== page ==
Brexit: What is Article 50 and when will it be triggered?

Anthony Pearce

Britain voted to leave the European Union in June 2016, but negotiations cannot not begin in Brussels until Theresa May’s government triggers Article 50 of the Lisbon Treaty.

The prime minister has said this, the process by which a country begins to leave the EU, will happen at the end of March.

Meanwhile, Nicola Sturgeon, the Scottish first minister, has said she will push for a second independence referendum while negotiations are ongoing.

As the historic day approaches, we look at exactly what Article 50 is…

What is Article 50?
The Lisbon Treaty, which came into force on December 1, 2009, replacing two previous treaties, contains a get-out clause for any member state that wants to leave the European Union: Article 50. No country has taken this bold step before, and the clause is low on details. The only real requirement is that notification must be sent in writing to the President of the European Council.

When will Article 50 be triggered?
Theresa May has maintained that Article 50 will be triggered before the end of March, and now Liam Fox, the secretary for international trade, has said, rather vaguely, “it will definitely be this week or next week or the week after.”  The rumours are that Tuesday will be the date the trigger is pulled.

What’s the latest?
The European Union (Notification of Withdrawal) Bill will return to the House of Commons today, after peers in the House of Lords inserted two amendments, one of which seeks to guarantee the rights of overseas EU nationals in the UK. The other argues that MPs should be given a meaningful vote on the final Brexit deal — that is, to prevent Brexit from happening if the House is not happy with the terms of the exit. However, the government expects MPs to reject the amendments, meaning it will likely return to the upper chamber this evening.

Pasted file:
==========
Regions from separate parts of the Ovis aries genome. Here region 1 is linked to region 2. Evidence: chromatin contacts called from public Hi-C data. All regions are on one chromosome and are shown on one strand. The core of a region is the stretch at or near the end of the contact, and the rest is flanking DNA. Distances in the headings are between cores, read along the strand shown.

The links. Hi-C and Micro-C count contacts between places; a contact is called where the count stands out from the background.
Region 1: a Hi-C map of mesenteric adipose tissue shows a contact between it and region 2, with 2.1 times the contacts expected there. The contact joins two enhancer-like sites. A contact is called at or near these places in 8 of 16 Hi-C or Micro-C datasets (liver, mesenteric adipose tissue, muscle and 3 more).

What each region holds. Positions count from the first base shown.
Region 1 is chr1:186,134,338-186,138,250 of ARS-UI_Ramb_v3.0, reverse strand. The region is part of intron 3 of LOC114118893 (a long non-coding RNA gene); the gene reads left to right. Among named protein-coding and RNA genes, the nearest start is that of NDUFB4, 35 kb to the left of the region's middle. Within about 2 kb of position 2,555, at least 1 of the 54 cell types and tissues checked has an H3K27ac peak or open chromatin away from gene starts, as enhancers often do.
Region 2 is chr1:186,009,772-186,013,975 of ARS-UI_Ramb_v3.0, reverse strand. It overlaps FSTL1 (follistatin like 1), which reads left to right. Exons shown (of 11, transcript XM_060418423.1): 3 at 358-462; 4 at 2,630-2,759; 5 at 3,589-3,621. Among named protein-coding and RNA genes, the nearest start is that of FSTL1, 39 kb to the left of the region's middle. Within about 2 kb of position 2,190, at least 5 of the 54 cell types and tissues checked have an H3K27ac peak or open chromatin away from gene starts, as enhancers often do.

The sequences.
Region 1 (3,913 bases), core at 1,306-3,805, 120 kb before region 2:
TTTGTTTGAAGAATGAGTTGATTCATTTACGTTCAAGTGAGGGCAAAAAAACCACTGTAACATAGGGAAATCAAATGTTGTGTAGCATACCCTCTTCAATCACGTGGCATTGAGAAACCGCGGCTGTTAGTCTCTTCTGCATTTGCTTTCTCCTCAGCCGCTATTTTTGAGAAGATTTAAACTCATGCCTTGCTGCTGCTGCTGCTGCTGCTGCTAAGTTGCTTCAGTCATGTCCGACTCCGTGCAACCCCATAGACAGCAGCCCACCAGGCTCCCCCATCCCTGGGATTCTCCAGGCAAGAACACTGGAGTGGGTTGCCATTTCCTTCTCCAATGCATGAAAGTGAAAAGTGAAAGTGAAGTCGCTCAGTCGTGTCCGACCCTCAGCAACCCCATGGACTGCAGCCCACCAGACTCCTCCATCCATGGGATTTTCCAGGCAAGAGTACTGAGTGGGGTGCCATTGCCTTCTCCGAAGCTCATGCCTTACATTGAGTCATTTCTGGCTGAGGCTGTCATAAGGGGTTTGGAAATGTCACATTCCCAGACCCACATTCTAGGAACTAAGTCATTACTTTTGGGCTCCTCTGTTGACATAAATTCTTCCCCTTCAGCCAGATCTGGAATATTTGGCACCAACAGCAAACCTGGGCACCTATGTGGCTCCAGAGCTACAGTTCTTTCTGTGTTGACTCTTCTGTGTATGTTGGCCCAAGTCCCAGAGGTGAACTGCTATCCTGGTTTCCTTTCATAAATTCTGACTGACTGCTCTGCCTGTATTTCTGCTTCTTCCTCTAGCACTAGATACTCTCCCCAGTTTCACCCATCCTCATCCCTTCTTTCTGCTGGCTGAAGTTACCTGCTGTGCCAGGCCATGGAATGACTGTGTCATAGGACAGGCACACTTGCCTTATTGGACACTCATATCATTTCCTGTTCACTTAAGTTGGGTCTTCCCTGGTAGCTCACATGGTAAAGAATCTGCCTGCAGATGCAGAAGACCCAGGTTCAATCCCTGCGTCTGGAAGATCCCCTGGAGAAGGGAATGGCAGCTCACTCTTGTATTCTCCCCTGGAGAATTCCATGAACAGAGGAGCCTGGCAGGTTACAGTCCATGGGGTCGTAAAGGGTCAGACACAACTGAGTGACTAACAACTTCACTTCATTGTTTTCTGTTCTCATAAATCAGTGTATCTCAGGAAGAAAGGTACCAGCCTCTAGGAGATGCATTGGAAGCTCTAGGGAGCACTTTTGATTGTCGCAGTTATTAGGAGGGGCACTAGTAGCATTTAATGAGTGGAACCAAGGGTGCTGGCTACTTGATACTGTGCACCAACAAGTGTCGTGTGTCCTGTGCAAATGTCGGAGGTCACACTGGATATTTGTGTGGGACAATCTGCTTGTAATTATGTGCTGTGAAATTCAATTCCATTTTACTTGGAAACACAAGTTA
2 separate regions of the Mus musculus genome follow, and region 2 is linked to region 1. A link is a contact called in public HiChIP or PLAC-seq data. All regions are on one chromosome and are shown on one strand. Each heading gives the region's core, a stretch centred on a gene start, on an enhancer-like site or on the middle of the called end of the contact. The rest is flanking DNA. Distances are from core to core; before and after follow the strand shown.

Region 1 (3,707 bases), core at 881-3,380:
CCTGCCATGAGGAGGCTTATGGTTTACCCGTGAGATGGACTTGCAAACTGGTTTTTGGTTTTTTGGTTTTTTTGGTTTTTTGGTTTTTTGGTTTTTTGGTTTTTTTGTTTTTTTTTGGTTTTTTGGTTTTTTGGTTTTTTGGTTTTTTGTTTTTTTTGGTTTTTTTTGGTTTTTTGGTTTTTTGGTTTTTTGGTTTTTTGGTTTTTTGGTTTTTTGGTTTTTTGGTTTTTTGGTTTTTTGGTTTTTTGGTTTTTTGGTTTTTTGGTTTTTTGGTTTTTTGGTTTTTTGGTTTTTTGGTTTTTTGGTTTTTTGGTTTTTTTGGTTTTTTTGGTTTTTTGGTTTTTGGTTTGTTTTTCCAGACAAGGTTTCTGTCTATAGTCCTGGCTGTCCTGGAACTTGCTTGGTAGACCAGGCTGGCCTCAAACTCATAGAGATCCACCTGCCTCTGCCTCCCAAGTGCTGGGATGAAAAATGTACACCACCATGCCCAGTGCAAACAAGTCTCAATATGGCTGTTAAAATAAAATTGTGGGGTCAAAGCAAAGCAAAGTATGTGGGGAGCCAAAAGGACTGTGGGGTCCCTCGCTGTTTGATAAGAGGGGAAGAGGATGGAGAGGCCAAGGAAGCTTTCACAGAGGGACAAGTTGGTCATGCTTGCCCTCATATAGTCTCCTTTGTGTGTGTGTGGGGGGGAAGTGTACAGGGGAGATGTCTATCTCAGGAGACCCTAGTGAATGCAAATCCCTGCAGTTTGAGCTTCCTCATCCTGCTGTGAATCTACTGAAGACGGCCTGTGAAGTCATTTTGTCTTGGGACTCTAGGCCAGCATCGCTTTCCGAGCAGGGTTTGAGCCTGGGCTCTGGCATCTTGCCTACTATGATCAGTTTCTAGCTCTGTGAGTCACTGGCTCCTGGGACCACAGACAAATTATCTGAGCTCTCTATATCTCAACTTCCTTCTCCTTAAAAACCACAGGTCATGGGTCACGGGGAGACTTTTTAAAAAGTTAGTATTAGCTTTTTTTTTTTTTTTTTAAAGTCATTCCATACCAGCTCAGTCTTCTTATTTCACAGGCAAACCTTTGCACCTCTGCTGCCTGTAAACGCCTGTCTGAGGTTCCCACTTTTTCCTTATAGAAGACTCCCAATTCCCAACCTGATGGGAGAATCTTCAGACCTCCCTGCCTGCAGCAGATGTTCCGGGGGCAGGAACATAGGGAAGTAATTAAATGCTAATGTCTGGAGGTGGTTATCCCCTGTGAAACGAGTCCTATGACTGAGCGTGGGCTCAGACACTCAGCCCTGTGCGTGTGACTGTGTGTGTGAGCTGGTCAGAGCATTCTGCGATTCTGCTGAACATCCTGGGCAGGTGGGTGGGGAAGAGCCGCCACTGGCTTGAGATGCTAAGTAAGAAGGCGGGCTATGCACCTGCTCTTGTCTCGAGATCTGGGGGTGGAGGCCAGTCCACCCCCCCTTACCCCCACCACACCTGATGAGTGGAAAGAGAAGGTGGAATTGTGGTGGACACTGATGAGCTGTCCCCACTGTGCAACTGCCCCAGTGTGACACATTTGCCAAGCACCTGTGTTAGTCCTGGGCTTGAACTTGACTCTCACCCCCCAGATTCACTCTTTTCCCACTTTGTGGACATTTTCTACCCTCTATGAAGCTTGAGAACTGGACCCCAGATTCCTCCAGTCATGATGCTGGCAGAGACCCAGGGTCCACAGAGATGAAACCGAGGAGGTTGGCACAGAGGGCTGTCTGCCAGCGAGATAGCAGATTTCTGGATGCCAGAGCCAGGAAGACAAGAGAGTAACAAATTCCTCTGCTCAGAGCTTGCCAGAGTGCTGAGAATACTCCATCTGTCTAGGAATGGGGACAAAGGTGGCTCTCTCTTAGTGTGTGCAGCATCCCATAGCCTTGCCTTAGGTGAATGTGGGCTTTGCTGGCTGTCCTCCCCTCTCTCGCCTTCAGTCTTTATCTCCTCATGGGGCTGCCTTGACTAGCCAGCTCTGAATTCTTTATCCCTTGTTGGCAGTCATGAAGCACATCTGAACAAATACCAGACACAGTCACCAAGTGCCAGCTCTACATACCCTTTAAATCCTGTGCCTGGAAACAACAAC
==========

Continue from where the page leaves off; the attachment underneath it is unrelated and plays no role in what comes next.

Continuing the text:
What will this mean?
The House of Lords can now either back down or continue to push for changes. If it does allow the bill to pass, it will receive Royal Assent. The government is confident it will be “done and dusted” by midnight. Theresa May will then be free to notify the European Council of Britain’s decision to leave the EU.

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So, will it be tomorrow?
On Tuesday, the Prime Minister will brief the Commons about this week’s EU summit, which, many have speculated, will be when she triggers Article 50. But, as confident as the government is, delays are possible.

When is the latest it will be triggered?
If there is another delay to the Bill, the process will likely be delayed until the last week in March to avoid clashing with the Dutch elections. May has always maintained that Article 50 would be triggered by the end of March and time is ticking. Once the European Council is notified, negotiations with Brussel regarding to the type of exit, and the trade deals Britain leaves with, can finally begin. It has two years to get the best deal possible.

What happens at the end of the two years?
The European Union says that Britain will be forced to leave with nothing if no deals are struck in the meantime, meaning time is of the essence. May’s government will be hoping for positive talks quickly. However, Lord Kerr of Kinlochard, a diplomat who devised Article 50, says it is not “irrevocable” and Britain could still change its mind once details become clearer.

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